Chinese culture exchange boosted through New Year celebrations
As Chinese at home and abroad are celebrating the Spring Festival, or the Lunar New Year, people around the globe also take it as an opportunity to learn more about the Chinese culture and tradition.
The Spring Festival this year, which fell on Feb. 8, marks the beginning of the Year of the Monkey, according to the Chinese zodiac that assigns one of 12 animals, either real or mythological, to each year.
In other countries, the most festive season in China has also become a bridge for cultural exchange with the Asian giant.
Learning about the Chinese culture is a benefit for all countries, particularly those who have trade relations with China. Chinese culture is on the rise and is accepted all around the world.
Africa has had various celebrations that incorporate the Chinese culture. In Nairobi they held a huge festival where Kenyan youth showed how they have learnt Mandarin and the Chinese culture. In South Africa there was a festival held in Port Elizabeth at the Boadwalk International Convention Centre on Sunday where the Chinese Community had organized a lavish event filled with colour, music, dance and authentic Chinese food.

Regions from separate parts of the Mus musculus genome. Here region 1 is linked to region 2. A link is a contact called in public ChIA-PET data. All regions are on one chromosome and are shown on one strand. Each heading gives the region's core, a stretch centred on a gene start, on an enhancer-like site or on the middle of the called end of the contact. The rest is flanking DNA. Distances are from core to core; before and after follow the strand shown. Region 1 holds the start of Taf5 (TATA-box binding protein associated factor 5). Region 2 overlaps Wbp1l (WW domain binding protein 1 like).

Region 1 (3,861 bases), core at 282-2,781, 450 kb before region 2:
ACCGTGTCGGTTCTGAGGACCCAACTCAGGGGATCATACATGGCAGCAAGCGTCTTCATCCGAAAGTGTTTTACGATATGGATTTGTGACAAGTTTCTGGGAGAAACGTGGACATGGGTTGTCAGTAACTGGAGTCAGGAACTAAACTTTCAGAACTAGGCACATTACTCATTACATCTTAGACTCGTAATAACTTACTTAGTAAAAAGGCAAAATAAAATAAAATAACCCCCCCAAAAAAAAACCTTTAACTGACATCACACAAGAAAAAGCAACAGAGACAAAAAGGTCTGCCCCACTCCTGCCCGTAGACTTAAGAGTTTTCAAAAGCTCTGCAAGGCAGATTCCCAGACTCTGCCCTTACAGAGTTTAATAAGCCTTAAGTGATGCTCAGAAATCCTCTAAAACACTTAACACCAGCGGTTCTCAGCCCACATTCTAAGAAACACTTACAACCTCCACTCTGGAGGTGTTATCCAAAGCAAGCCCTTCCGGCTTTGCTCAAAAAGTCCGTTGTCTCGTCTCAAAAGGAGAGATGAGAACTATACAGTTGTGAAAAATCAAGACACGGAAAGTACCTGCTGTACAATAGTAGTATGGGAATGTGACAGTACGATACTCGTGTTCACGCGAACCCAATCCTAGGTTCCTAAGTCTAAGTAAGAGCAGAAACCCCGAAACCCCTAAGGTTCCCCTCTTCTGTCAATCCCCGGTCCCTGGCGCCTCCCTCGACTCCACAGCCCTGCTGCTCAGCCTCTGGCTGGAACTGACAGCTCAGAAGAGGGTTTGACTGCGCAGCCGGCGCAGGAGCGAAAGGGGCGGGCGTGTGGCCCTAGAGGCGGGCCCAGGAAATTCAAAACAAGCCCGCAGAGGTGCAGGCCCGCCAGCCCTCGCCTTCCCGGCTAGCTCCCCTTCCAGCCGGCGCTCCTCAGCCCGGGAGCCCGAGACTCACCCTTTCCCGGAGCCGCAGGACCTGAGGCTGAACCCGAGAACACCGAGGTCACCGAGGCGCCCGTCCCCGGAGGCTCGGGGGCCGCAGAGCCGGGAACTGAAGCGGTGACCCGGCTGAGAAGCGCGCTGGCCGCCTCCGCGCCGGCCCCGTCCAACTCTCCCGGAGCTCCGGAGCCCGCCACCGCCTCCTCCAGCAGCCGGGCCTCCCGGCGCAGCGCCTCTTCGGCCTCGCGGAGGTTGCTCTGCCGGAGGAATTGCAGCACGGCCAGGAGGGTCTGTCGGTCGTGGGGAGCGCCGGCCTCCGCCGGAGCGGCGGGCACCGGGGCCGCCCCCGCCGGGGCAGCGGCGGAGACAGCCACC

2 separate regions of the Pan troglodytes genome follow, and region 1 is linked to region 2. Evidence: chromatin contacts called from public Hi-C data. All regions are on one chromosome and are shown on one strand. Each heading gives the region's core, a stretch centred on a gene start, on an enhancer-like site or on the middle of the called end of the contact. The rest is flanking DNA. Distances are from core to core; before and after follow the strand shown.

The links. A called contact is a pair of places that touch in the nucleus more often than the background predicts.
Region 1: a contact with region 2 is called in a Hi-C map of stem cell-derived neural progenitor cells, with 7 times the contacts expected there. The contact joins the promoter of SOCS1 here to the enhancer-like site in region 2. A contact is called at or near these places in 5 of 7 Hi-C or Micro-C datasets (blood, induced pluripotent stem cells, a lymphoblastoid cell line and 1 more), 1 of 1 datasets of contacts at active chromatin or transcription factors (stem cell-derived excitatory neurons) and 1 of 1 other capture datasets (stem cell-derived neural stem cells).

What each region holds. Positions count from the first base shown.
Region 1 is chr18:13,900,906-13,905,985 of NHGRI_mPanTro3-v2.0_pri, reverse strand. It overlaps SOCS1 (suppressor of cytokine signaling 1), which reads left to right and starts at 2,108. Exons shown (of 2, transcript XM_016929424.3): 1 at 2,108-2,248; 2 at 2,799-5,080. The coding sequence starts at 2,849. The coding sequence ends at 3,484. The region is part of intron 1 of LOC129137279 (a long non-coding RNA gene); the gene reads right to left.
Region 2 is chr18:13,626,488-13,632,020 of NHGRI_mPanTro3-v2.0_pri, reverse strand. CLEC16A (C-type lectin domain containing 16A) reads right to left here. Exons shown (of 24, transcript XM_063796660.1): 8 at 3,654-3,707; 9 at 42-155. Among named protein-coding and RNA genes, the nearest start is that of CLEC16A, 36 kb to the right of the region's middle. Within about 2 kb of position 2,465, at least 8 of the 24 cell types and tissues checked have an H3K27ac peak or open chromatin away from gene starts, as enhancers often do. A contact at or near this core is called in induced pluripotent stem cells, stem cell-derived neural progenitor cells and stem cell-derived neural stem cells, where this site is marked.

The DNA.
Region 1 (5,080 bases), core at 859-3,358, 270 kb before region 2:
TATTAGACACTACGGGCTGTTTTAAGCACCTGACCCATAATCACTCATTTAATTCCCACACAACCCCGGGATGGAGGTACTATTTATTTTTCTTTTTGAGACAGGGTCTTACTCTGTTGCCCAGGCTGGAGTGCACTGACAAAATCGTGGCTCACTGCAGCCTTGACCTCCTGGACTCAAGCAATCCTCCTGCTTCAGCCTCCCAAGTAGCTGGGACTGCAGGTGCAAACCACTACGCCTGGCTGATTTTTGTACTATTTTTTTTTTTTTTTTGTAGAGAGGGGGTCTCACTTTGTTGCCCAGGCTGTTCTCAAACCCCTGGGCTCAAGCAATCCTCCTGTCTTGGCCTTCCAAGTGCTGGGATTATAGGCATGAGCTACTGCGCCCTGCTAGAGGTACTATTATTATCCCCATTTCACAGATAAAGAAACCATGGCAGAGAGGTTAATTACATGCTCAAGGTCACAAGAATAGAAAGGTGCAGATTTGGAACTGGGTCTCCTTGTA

There are two groups of Chinese nationals living in the Eastern Cape – the first one is made up of local Chinese, who are the descendants of the first Chinese migrants who arrived on South Africa’s shores many years ago, while the second group are the new Chinese migrants, who arrived a few years ago owing to business relations between the governments of China and South Africa. In total, there are around 1 500 Chinese nationals in the province.
Johannesburg held a celebration at the old China Town in Johannesburg CBD and will continue to host celebration in Cyrildene, new Chinatown, on Saturday 13 February 2016.